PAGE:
The point is, I’m a sleeper. Lucky for me, everyone else is highly functional in the morning. Sometimes they’re playing games or reading or doing crafts. It’s like a sweet, serene, senior community center or something. And when I arrive downstairs, all hell breaks loose. Because everyone knows that the only reason I’m appearing is because we absolutely must get ready to go to school now. Truly, I would like to be the kind of person who wakes up early, before the rest of the family, and reads the paper with a cup of tea or meditates or works out or something unbelievably awesome like that. I need to let that go, because it won’t ever happen. It feels all the more painful when I see that everyone else in the family seems to have that “me” time that I have squandered by sleeping again. I’ve tried to go to bed earlier, but that’s not how my body works. Part of me yearns for the girls’ adolescence specifically for the slobbish, late-sleeping habits I have been assured that they are likely to acquire. I ache for the opportunity to not be the latest riser in the morning (will I eat these words five years from now?). Because the consequence of waking up so late is that I must spring immediately into full-throttle morning mode.
I have two main jobs in the morning: making lunch and snack provisions for the children and helping them get out the door with minimal drama. Cute W is in charge of making breakfasts. Almost every day, he’ll call out, asking what the girls would like for breakfast, and they’ll call back with their requests, and often all three of them will be in separate rooms, and it is a rare, rare day when any of them hear any of the others the first time. It’s all the more ridiculous since the kids can make their own breakfast–and make their own lunch, for that matter–but the routine is so ingrained that we haven’t transitioned to anything else. If I’m running behind with the lunch-making the girls will help with snacks and water bottles, then it all gets transported to a waiting dining room table andÂ chairs, where the backpacks, shiny red homework folders, and other items are gathered before it’s time to go.
It’s a remarkably compact time period, because the girls are usually out the door and walking to school by 7:35 am at the latest.Â They aim to leave at Â 7:25 am, which allows them a full 20 minutes to walk the block and a half to school. In their opinion, arriving before the buses is crucial, and they’d prefer to be the first children at schoo each morningl. It’s a bit of a social scene before class, andÂ they resent thatÂ we won’t let them leave the house earlier than 7:25 am. We insist that leaving earlier than that would be rude. “You’re not actually invited to be there that early,” I say to them.Â Generally, though, this is a luxury for us adults, because we’re never concerned that they’ll actually be late. However, there’s plenty of room for drama.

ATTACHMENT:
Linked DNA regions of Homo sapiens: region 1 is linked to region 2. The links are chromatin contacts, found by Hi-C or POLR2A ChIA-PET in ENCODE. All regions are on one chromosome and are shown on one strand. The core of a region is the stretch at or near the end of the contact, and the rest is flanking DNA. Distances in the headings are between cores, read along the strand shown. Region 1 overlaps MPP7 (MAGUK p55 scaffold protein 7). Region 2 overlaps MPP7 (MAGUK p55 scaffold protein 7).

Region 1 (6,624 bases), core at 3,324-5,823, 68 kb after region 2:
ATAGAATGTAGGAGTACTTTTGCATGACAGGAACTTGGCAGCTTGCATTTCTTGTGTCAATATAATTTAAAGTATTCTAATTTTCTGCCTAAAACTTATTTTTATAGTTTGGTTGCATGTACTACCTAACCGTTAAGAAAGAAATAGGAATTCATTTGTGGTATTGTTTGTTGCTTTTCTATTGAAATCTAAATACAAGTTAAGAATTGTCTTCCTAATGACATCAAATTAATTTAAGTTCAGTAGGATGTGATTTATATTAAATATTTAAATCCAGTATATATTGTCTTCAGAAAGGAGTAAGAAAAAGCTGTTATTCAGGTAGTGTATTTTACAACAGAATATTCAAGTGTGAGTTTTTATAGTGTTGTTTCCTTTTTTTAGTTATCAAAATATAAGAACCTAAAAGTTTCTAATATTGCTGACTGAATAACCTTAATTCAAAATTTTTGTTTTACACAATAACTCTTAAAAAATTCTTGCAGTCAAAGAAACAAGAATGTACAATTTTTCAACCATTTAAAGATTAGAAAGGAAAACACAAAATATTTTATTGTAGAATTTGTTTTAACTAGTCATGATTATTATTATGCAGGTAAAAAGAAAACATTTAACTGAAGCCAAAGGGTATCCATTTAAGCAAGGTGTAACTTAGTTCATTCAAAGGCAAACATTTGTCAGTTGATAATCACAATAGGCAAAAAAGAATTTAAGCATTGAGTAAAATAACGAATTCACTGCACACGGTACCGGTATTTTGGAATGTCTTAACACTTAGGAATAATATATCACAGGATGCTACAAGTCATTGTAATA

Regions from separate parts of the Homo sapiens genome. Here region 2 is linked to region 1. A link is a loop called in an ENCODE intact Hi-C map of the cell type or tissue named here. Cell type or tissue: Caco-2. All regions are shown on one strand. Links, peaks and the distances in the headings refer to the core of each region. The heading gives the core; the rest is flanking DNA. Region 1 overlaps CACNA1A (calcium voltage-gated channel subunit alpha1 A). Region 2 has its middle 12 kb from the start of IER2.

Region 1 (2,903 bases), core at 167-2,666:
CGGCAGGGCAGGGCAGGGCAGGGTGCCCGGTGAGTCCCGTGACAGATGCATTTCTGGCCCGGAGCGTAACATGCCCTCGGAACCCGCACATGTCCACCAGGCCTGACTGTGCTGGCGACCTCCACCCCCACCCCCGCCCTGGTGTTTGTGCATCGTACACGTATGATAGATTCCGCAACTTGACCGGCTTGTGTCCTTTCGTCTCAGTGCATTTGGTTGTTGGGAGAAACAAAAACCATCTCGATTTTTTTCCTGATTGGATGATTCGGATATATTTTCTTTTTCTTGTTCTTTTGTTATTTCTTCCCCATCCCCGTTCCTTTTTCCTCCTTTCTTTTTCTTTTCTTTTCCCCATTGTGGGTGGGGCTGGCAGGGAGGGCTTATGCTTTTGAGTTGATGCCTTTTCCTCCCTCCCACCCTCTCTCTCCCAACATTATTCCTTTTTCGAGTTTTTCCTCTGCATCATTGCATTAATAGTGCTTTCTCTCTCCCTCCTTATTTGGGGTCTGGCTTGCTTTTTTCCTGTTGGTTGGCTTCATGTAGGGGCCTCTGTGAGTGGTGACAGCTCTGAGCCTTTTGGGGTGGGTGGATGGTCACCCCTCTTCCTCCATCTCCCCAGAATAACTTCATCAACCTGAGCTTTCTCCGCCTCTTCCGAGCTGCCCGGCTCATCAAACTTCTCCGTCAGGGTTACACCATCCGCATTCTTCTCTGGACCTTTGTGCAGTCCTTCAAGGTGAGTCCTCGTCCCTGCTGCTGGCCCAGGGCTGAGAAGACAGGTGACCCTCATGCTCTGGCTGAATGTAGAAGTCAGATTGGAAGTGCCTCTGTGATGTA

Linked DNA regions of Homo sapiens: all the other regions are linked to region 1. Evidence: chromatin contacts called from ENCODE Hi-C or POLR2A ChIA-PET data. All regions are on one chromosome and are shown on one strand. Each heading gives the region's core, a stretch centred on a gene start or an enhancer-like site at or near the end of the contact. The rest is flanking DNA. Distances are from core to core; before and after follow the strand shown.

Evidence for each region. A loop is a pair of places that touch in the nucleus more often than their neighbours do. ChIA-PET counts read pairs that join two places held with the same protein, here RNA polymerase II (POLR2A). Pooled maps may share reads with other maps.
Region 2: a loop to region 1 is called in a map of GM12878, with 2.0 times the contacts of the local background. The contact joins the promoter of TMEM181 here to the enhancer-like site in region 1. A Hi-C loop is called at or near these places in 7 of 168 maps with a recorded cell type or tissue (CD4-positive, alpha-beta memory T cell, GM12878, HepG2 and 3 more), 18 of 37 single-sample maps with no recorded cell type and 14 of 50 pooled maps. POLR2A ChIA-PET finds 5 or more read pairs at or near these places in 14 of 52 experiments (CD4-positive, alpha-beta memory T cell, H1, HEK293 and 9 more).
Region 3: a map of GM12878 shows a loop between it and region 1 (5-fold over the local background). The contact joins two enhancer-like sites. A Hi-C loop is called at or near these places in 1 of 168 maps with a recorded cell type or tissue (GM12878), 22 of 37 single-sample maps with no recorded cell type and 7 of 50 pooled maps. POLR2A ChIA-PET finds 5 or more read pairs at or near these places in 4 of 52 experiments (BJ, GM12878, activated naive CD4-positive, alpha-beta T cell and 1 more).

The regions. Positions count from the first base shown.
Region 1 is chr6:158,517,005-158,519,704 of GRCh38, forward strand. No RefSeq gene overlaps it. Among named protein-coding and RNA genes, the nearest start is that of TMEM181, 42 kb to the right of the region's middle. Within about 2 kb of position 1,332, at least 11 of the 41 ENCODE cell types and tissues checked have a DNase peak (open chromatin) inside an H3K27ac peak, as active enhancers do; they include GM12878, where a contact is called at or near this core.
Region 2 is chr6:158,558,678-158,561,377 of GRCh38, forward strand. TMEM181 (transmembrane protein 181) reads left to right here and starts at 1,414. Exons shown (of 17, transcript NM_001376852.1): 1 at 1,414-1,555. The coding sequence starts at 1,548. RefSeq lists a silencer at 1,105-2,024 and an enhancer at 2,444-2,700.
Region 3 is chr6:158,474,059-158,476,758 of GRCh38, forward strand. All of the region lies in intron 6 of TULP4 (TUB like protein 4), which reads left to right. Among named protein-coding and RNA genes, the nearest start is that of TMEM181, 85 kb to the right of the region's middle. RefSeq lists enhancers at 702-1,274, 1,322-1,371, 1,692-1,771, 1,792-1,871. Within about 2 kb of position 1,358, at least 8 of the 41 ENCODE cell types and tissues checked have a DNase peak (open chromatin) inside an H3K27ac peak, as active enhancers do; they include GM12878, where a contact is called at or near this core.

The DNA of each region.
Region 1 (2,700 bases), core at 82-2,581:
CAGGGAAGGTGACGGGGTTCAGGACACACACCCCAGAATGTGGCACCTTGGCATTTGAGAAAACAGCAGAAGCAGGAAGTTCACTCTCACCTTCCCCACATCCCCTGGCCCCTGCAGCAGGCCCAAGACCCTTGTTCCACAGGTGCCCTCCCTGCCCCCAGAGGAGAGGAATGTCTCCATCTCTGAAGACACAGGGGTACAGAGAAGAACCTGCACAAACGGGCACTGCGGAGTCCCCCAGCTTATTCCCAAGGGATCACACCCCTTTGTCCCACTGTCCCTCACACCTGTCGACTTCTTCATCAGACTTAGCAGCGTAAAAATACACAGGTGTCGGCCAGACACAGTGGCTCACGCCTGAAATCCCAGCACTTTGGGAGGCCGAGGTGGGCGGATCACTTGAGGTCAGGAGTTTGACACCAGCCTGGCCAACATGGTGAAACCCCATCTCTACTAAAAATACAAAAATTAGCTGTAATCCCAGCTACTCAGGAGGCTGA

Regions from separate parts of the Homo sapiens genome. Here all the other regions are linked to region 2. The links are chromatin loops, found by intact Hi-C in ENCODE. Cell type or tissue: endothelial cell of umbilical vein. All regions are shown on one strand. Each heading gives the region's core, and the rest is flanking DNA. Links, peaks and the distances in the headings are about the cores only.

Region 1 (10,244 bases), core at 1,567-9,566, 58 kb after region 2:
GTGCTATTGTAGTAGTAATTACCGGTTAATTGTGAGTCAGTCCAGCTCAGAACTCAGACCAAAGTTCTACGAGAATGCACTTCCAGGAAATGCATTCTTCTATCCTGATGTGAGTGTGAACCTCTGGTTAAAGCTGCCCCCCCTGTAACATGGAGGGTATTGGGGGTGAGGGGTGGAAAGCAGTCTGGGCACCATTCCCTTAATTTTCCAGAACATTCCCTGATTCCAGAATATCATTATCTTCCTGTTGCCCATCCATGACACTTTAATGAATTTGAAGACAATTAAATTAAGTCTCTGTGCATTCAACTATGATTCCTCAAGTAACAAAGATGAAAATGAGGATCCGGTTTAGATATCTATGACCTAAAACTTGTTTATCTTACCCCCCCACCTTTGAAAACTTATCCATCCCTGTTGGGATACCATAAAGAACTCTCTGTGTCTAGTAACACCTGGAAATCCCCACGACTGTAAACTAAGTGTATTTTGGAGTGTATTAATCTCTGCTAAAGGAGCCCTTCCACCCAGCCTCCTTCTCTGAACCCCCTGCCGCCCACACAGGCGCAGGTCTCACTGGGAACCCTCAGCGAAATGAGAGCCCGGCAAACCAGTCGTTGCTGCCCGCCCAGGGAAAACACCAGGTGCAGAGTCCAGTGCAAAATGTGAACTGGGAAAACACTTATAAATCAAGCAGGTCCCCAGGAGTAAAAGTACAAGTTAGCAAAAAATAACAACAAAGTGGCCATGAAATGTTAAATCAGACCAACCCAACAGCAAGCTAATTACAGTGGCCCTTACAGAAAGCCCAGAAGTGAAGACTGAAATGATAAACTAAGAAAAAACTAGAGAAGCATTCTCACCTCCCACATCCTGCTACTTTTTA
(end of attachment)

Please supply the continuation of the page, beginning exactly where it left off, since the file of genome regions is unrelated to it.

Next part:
If we’re having a bad morning, M will sit on J’s chair and J will harrumph and make a dramatic show of working around her, and my eye will begin to twitch. On extraordinarily bad mornings, M will be even more efficient than usually (and believe me, the girl is efficient) and J will be a pokier puppy than usual, and next thing you know we’ll have M fully packed and wearing her fleece and tapping her foot by the door while J is staring into space and absent-mindedly combing her hair with nary a sock to be found (because she never, ever remembers socks the first time–she always has to go back upstairs), much less a shoe. Which would be okay, because it’s not even time to leave, except that when J suddenly realizes that she’s so far behind M, she becomes a quivering puddle of self-recrimination and it’s Abandon All Hope time because we are screwed. Tears and despair from the young child, haughty contempt from the elder, and by the time they are out the door I am locking it behind them and wondering if I have the ingredients for a Bloody Mary.
Other days are lovely. The girls are scheming together and no one is too late or too early, and we all hover by the door with fond good-byes. Cute W and I threaten to humiliate the girls by chasing them outside wearing our pajamas and yelling out endearments or singing, and they squeal and run.Â Or they’ll slide out the door quietly and walk with heads tilted together, then pause to pick up the newspaper that’s landed too close to the curb and bring it to our neighbors’ porch. Cute W and I watch, smiling fondly, thenÂ murmur to each otherÂ about our overwhelmingly wonderful progeny before returning to breakfast or email or the newspaper for a few moments of quiet.